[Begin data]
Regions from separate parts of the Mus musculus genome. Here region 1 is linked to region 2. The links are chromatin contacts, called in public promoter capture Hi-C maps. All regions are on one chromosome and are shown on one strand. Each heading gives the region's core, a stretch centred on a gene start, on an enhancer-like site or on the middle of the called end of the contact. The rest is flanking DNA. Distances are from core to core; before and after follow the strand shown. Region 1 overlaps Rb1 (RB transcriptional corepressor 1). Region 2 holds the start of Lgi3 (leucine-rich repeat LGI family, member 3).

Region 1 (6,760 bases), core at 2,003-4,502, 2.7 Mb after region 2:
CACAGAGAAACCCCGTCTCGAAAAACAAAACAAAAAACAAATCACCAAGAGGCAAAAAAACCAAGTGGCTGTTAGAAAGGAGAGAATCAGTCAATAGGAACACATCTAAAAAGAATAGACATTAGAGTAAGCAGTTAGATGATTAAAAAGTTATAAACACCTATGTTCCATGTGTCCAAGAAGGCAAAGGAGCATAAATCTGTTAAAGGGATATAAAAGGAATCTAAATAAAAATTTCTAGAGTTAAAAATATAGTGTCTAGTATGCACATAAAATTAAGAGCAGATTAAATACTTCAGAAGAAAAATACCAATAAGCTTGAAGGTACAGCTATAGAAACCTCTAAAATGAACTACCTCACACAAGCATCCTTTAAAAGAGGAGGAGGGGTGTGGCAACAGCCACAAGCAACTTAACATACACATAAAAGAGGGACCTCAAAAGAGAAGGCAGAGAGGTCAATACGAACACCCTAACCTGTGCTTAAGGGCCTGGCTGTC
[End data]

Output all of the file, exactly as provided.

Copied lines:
Regions from separate parts of the Mus musculus genome. Here region 1 is linked to region 2. The links are chromatin contacts, called in public promoter capture Hi-C maps. All regions are on one chromosome and are shown on one strand. Each heading gives the region's core, a stretch centred on a gene start, on an enhancer-like site or on the middle of the called end of the contact. The rest is flanking DNA. Distances are from core to core; before and after follow the strand shown. Region 1 overlaps Rb1 (RB transcriptional corepressor 1). Region 2 holds the start of Lgi3 (leucine-rich repeat LGI family, member 3).

Region 1 (6,760 bases), core at 2,003-4,502, 2.7 Mb after region 2:
CACAGAGAAACCCCGTCTCGAAAAACAAAACAAAAAACAAATCACCAAGAGGCAAAAAAACCAAGTGGCTGTTAGAAAGGAGAGAATCAGTCAATAGGAACACATCTAAAAAGAATAGACATTAGAGTAAGCAGTTAGATGATTAAAAAGTTATAAACACCTATGTTCCATGTGTCCAAGAAGGCAAAGGAGCATAAATCTGTTAAAGGGATATAAAAGGAATCTAAATAAAAATTTCTAGAGTTAAAAATATAGTGTCTAGTATGCACATAAAATTAAGAGCAGATTAAATACTTCAGAAGAAAAATACCAATAAGCTTGAAGGTACAGCTATAGAAACCTCTAAAATGAACTACCTCACACAAGCATCCTTTAAAAGAGGAGGAGGGGTGTGGCAACAGCCACAAGCAACTTAACATACACATAAAAGAGGGACCTCAAAAGAGAAGGCAGAGAGGTCAATACGAACACCCTAACCTGTGCTTAAGGGCCTGGCTGTC